How the Krishna went dry?

A view of the Prakasam Barrage on river Krishna between Vijayawada and Guntur, which completed 60 years.  

The Prakasam Barrage, the last point where water in the Krishna is impounded for the irrigation of 13.5 lakh acres in Prakasam, Guntur, Krishna and West Godavari districts of Andhra Pradesh, turned 60 this year. It is also a watershed year for the barrage in the sense that it did not receive a single drop of surplus water. All received water could be diverted into the canals. Krishna Delta farmers, who enjoy the primary riparian right, are denied of water for cultivation.

Prakasam Barrage Authorities are usually forced to release at least a few tmcft of floodwater by lifting the crest gates to avoid inundation of low-lying or lanka (island) areas along the banks of river upstream of the barrage.

  • Cumulative capacity of major dams across Krishna: 974 tmcft
  • Cumulative capacity of major dams across Godavari: 296 tmcft.
  • Total water received at Prakasam barrage this season (from June 2017): 138.48 tmcft
  • Surplus water at Prakasam Barrage this season: zero tmcft
  • Surplus or water at Dowlaiwaram Barrage this season: 1022 tmcft
  • Official number of major and medium projects on Krishna River: 210
  • Projects completed: 135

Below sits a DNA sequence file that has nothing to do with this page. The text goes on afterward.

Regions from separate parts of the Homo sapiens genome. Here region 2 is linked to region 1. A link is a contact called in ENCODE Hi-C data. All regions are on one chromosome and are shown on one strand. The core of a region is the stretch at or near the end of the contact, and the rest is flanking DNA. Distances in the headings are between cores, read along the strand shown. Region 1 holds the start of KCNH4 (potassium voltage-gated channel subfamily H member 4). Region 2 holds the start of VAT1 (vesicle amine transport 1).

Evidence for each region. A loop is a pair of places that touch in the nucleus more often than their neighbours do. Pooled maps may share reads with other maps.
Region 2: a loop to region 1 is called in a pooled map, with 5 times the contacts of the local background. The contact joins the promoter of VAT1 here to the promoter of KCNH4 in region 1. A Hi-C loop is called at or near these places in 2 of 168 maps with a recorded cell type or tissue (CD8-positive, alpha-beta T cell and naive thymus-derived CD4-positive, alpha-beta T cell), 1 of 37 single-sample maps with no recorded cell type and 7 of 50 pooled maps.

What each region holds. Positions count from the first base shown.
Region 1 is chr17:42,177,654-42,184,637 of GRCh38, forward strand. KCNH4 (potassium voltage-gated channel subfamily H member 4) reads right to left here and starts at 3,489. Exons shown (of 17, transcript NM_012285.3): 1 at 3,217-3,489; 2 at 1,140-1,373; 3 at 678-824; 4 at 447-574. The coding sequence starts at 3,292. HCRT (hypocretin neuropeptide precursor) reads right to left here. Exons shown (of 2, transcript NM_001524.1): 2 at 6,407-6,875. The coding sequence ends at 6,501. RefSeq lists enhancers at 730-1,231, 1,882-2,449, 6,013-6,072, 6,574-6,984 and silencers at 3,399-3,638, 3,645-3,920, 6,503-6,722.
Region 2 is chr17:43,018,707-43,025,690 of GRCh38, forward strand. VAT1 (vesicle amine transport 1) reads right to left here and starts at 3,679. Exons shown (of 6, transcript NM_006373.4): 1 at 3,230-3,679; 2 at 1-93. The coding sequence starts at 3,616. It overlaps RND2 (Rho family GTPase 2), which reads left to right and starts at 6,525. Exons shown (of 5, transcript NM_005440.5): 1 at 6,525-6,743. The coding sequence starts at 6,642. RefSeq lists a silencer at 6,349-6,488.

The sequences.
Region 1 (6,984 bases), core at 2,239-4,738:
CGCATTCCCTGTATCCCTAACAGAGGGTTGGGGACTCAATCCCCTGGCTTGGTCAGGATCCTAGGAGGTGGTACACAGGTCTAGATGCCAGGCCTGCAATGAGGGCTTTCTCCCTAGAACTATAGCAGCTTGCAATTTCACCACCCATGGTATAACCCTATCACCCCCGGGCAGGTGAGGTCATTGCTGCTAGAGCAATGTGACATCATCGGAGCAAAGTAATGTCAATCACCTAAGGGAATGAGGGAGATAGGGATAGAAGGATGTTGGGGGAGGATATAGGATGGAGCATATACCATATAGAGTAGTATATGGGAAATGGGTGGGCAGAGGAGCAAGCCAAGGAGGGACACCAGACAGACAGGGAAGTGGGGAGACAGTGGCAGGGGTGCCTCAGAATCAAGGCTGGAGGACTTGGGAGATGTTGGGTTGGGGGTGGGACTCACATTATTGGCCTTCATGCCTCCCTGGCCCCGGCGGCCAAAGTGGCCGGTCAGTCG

• Ongoing projects: 75

Barrage authorities had to release a minimum 2.28 tmcft in 2002-03, the next year they had to release 6.29 tmcft and in 2015-16 they discharged 9.26 tmcft to maintain the mandatory lelel of 12 feet at the barrage.

But the inflows into Prakasam Barrage have not always been so paltry. A surplus of 3,162.3 tmcft had to be discharged from Prakasam Barrage during 1961-62. A surplus of over 2,000 tmcft was recorded every year till 1964-65 and after, that the surplus gradually came down.

Former Irrigation Board member and an authority on reservoirs, canals and tanks in Andhra Pradesh Yerneni Nagendranath said that earlier all water in Krishna River came to Prakasam Barrage because there were no dams. The first of the big dams, the Nagarjuna Sagar, was completed only in 1967. Besides the major and medium irrigation projects on the Krishna, several unauthorised lift irrigation schemes and road barrages have come up in Maharashtra and Karnataka.

The building of Almatti, followed by the increase of its capacity was the last straw that broke the camel’s back. The Krishna Delta, which enjoyed the first riparian rights for Krishna water, was left in the lurch, he said.

Mr. Nagendranath was one among several experts on water resources who predicted that Krishna Delta would to be converted into a desert if the trend continued.


While the completion of Polavaram project that should link the Godavari to the Krishna was getting inordinately delayed, the Andhra Pradesh government came up with a temporary solution to save the Krishna Delta by establishing the Pattiseema Lift Irrigation Scheme with the capacity to supply 100 tmcft a year. The Godavari, which still has a relatively less number of major projects on it, discharges an average 3,000 tmcft an year into the sea.

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Printable version | Jan 19, 2021 8:43:18 AM |

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